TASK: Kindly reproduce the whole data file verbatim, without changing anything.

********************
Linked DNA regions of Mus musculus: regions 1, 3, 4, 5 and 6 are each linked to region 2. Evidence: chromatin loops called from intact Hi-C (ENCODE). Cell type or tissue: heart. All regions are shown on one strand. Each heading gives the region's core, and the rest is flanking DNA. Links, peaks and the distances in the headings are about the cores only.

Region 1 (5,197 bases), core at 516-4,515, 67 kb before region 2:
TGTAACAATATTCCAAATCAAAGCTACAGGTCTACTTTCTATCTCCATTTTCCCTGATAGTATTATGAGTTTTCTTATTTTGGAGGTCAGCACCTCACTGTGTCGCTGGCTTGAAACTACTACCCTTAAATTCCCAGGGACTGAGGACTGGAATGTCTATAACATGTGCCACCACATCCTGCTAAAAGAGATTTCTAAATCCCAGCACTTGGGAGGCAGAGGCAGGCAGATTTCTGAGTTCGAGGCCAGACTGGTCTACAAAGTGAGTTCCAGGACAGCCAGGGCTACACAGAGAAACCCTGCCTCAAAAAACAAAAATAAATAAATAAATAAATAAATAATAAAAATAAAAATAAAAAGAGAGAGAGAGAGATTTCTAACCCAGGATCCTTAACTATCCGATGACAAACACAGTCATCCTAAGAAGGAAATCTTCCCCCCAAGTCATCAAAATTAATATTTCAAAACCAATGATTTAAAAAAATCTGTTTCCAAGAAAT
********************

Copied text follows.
Linked DNA regions of Mus musculus: regions 1, 3, 4, 5 and 6 are each linked to region 2. Evidence: chromatin loops called from intact Hi-C (ENCODE). Cell type or tissue: heart. All regions are shown on one strand. Each heading gives the region's core, and the rest is flanking DNA. Links, peaks and the distances in the headings are about the cores only.

Region 1 (5,197 bases), core at 516-4,515, 67 kb before region 2:
TGTAACAATATTCCAAATCAAAGCTACAGGTCTACTTTCTATCTCCATTTTCCCTGATAGTATTATGAGTTTTCTTATTTTGGAGGTCAGCACCTCACTGTGTCGCTGGCTTGAAACTACTACCCTTAAATTCCCAGGGACTGAGGACTGGAATGTCTATAACATGTGCCACCACATCCTGCTAAAAGAGATTTCTAAATCCCAGCACTTGGGAGGCAGAGGCAGGCAGATTTCTGAGTTCGAGGCCAGACTGGTCTACAAAGTGAGTTCCAGGACAGCCAGGGCTACACAGAGAAACCCTGCCTCAAAAAACAAAAATAAATAAATAAATAAATAAATAATAAAAATAAAAATAAAAAGAGAGAGAGAGAGATTTCTAACCCAGGATCCTTAACTATCCGATGACAAACACAGTCATCCTAAGAAGGAAATCTTCCCCCCAAGTCATCAAAATTAATATTTCAAAACCAATGATTTAAAAAAATCTGTTTCCAAGAAAT